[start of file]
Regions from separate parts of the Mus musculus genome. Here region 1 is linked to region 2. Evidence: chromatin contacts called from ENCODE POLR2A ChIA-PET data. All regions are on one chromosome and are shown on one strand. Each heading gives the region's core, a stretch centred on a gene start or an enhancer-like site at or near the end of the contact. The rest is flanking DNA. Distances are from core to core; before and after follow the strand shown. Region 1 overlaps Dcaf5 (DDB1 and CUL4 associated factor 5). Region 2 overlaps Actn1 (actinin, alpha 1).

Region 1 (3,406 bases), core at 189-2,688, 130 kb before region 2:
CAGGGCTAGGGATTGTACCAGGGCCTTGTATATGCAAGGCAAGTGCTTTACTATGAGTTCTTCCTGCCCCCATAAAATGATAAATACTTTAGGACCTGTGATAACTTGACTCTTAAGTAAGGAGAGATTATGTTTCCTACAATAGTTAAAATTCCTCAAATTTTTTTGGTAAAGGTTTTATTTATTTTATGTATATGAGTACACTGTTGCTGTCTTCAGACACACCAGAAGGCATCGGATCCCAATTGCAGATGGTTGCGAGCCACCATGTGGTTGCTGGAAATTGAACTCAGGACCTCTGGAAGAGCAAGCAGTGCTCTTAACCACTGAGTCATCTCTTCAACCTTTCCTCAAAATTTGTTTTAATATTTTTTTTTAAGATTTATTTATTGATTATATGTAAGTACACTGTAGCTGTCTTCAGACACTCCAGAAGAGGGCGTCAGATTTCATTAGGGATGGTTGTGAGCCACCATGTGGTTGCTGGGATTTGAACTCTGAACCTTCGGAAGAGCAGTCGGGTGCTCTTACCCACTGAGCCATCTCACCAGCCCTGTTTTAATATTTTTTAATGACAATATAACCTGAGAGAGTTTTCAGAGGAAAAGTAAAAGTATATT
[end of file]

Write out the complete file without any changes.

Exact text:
Regions from separate parts of the Mus musculus genome. Here region 1 is linked to region 2. Evidence: chromatin contacts called from ENCODE POLR2A ChIA-PET data. All regions are on one chromosome and are shown on one strand. Each heading gives the region's core, a stretch centred on a gene start or an enhancer-like site at or near the end of the contact. The rest is flanking DNA. Distances are from core to core; before and after follow the strand shown. Region 1 overlaps Dcaf5 (DDB1 and CUL4 associated factor 5). Region 2 overlaps Actn1 (actinin, alpha 1).

Region 1 (3,406 bases), core at 189-2,688, 130 kb before region 2:
CAGGGCTAGGGATTGTACCAGGGCCTTGTATATGCAAGGCAAGTGCTTTACTATGAGTTCTTCCTGCCCCCATAAAATGATAAATACTTTAGGACCTGTGATAACTTGACTCTTAAGTAAGGAGAGATTATGTTTCCTACAATAGTTAAAATTCCTCAAATTTTTTTGGTAAAGGTTTTATTTATTTTATGTATATGAGTACACTGTTGCTGTCTTCAGACACACCAGAAGGCATCGGATCCCAATTGCAGATGGTTGCGAGCCACCATGTGGTTGCTGGAAATTGAACTCAGGACCTCTGGAAGAGCAAGCAGTGCTCTTAACCACTGAGTCATCTCTTCAACCTTTCCTCAAAATTTGTTTTAATATTTTTTTTTAAGATTTATTTATTGATTATATGTAAGTACACTGTAGCTGTCTTCAGACACTCCAGAAGAGGGCGTCAGATTTCATTAGGGATGGTTGTGAGCCACCATGTGGTTGCTGGGATTTGAACTCTGAACCTTCGGAAGAGCAGTCGGGTGCTCTTACCCACTGAGCCATCTCACCAGCCCTGTTTTAATATTTTTTAATGACAATATAACCTGAGAGAGTTTTCAGAGGAAAAGTAAAAGTATATT